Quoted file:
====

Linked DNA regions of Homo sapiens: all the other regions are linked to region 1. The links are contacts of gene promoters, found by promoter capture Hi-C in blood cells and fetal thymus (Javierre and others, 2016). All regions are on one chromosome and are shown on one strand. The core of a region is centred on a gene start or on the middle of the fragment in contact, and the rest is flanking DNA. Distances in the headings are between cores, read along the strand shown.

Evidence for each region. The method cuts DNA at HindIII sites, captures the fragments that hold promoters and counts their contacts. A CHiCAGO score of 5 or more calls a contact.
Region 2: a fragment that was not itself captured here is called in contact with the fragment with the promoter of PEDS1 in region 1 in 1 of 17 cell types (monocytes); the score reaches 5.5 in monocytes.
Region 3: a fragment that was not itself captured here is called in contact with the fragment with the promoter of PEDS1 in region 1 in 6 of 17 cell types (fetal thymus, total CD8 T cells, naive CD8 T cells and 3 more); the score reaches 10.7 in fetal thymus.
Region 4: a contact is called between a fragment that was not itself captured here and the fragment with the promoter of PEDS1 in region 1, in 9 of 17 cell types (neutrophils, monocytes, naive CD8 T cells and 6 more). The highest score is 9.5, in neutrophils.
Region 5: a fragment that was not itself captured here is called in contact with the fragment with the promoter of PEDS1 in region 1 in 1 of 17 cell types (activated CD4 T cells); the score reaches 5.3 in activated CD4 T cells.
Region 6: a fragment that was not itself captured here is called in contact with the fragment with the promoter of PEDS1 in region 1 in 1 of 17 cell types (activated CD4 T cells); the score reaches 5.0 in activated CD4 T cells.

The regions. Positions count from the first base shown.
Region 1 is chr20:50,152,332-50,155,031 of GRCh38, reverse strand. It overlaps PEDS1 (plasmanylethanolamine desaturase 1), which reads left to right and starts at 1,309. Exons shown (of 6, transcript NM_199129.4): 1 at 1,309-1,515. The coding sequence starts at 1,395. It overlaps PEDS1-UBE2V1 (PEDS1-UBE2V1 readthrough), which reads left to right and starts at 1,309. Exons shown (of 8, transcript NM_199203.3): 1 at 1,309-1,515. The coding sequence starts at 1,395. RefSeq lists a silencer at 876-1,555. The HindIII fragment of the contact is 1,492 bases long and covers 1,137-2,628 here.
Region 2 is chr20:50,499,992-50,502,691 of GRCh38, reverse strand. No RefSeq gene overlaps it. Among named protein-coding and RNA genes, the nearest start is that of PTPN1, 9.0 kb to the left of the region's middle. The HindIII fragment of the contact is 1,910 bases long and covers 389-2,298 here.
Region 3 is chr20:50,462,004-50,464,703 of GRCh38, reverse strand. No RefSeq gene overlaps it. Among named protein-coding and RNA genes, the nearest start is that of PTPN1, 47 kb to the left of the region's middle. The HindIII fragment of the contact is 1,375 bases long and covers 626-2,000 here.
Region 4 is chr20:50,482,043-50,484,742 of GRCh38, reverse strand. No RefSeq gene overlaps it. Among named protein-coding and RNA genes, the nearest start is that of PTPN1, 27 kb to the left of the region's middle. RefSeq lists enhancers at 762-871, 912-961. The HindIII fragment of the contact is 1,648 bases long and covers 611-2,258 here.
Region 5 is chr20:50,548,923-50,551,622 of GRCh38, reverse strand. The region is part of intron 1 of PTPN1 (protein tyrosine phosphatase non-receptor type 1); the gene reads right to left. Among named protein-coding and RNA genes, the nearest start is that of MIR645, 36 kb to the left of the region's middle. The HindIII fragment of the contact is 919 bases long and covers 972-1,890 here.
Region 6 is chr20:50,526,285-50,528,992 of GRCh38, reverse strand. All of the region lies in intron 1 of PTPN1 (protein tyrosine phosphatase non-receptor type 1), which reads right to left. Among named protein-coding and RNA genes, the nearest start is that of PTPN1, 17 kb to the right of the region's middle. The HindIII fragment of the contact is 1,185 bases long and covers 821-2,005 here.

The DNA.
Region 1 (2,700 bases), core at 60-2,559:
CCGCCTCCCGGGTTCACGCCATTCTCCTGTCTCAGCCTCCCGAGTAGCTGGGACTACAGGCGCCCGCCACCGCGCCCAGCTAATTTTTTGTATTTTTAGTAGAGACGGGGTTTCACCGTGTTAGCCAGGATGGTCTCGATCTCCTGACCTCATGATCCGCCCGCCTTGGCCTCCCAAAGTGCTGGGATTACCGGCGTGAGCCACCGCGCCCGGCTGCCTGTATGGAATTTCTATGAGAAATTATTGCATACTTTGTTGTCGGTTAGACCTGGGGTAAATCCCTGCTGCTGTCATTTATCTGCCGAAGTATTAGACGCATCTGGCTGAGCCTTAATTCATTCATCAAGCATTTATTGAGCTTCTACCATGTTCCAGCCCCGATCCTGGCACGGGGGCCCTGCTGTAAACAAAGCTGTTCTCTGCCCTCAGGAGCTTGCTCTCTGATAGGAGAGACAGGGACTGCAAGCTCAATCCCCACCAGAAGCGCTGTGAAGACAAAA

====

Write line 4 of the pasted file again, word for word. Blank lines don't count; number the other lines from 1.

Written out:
Region 3: a fragment that was not itself captured here is called in contact with the fragment with the promoter of PEDS1 in region 1 in 6 of 17 cell types (fetal thymus, total CD8 T cells, naive CD8 T cells and 3 more); the score reaches 10.7 in fetal thymus.